[Images: Toyota]

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  • Kuman Kuman on Nov 03, 2017

    Im still waiting for mid/rear engined V6 1.200hp AWD sienna. The car should still be able to seat 5 person + 2 child seat.

  • Bd2 Bd2 on Nov 03, 2017

    What? No debate over whether the C-HR is a "crossover/CUV" like for the Niro (since it's not available with AWD)? Never quite understood the allure of CUVs with the sharply raking hatch/liftgate which takes away cargo space and the whole point of owning a CUV. Even more so than other small CUVs, the C-HR is a slightly lifted hatchback.

  • Lou_BC "They are the worst kind of partisan - the kind that loves their team more than they want to know the truth."Ummm...yeah....Kinda like birtherism, 2020 election stolen, vast voter fraud, he can have top secret documents at Mar-lago, he's a savvy business man, and hundreds more.
  • FreedMike This article fails to mention that Toyota is also investing heavily in solid state battery tech - which would solve a lot of inherent EV problems - and plans to deploy it soon. course, Toyota being Toyota, it will use the tech in hybrids first, which is smart - that will give them the chance to iron out the wrinkles, so to speak. But having said that, I’m with Toyota here - I’m not sold on an all EV future happening anytime soon. But clearly the market share for these vehicles has nowhere to go but up; how far up depends mainly on charging availability. And whether Toyota’s competitors are all in is debatable. Plenty of bet-hedging is going on among makers in the North American market.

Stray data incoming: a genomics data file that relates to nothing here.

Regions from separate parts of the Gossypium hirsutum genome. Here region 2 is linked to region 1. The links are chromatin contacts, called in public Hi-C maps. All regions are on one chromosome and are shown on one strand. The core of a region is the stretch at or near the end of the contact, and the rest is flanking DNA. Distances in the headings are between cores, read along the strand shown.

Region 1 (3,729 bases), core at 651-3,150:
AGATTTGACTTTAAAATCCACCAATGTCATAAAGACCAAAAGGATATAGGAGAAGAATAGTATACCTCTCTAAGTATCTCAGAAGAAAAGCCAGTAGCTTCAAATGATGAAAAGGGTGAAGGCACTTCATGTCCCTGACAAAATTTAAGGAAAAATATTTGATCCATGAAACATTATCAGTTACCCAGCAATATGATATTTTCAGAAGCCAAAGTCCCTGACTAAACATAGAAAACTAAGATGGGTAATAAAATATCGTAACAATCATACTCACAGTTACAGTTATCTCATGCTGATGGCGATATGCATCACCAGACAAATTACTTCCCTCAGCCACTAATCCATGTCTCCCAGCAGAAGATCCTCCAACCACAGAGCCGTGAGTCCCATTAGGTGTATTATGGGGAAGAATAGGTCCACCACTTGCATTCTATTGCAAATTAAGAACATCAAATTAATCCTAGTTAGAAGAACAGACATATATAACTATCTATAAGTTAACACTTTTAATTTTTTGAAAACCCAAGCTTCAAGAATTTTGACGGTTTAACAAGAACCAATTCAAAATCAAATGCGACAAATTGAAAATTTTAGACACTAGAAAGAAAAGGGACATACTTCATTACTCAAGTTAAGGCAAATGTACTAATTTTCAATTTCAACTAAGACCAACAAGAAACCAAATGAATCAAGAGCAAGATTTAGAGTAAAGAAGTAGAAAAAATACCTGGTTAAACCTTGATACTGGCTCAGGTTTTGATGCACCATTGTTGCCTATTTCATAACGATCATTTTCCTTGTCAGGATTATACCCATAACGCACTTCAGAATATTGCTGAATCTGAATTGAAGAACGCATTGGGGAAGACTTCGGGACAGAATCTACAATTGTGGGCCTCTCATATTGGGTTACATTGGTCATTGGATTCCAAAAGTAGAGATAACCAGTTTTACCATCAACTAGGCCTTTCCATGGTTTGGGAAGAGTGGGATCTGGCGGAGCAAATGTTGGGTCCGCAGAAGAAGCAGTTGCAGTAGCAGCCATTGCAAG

• Jeff S I am not against EVs but I completely understand Toyota's position. As for Greenpeace putting Toyota at the bottom of their environmental list is more drama. A good hybrid uses less gas, is cleaner than most other ICE, and is more affordable than most EVs. Prius has proven longevity and low maintenance cost. Having had a hybrid Maverick since April and averaging 40 to 50 mpg in city driving it has been smooth driving and very economical. Ford also has very good hybrids and some of the earlier Escapes are still going strong at 300k miles. The only thing I would have liked in my hybrid Maverick would be a plug in but it didn't come with it. If Toyota made a plug in hybrid compact pickup like the Maverick it would sell well. I would consider an EV in the future but price, battery technology, and infrastructure has to advance and improve. I don't buy a vehicle based on the recommendation of Greenpeace, as a status symbol, or peer pressure. I buy a vehicle on what best needs my needs and that I actually like.
  • Mobes Kind of a weird thing that probably only bothers me, but when you see someone driving a car with ball joints clearly about to fail. I really don't want to be around a car with massive negative camber that's not intentional.
  • Jeff S How reliable are Audi? Seems the Mazda, CRV, and Rav4 in the higher trim would not only be a better value but would be more reliable in the long term. Interior wise and the overall package the Mazda would be the best choice.